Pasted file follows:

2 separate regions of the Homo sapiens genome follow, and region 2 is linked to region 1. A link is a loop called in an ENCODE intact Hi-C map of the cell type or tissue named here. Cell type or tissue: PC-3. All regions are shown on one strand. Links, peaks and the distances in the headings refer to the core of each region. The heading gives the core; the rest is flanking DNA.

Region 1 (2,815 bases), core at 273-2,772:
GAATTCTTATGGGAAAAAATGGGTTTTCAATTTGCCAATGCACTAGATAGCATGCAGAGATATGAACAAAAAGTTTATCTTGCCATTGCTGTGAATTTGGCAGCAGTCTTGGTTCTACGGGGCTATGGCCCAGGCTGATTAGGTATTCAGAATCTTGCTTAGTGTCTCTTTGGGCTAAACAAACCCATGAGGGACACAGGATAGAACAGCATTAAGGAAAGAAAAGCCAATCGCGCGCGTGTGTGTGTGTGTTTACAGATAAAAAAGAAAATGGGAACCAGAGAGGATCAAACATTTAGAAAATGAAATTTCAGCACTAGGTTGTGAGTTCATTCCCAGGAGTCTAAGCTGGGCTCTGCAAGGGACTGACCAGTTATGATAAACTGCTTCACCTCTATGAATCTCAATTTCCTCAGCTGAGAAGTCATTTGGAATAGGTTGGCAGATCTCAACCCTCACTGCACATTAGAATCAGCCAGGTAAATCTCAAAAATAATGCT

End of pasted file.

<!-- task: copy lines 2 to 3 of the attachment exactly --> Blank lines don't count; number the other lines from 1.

Region 1 (2,815 bases), core at 273-2,772:
GAATTCTTATGGGAAAAAATGGGTTTTCAATTTGCCAATGCACTAGATAGCATGCAGAGATATGAACAAAAAGTTTATCTTGCCATTGCTGTGAATTTGGCAGCAGTCTTGGTTCTACGGGGCTATGGCCCAGGCTGATTAGGTATTCAGAATCTTGCTTAGTGTCTCTTTGGGCTAAACAAACCCATGAGGGACACAGGATAGAACAGCATTAAGGAAAGAAAAGCCAATCGCGCGCGTGTGTGTGTGTGTTTACAGATAAAAAAGAAAATGGGAACCAGAGAGGATCAAACATTTAGAAAATGAAATTTCAGCACTAGGTTGTGAGTTCATTCCCAGGAGTCTAAGCTGGGCTCTGCAAGGGACTGACCAGTTATGATAAACTGCTTCACCTCTATGAATCTCAATTTCCTCAGCTGAGAAGTCATTTGGAATAGGTTGGCAGATCTCAACCCTCACTGCACATTAGAATCAGCCAGGTAAATCTCAAAAATAATGCT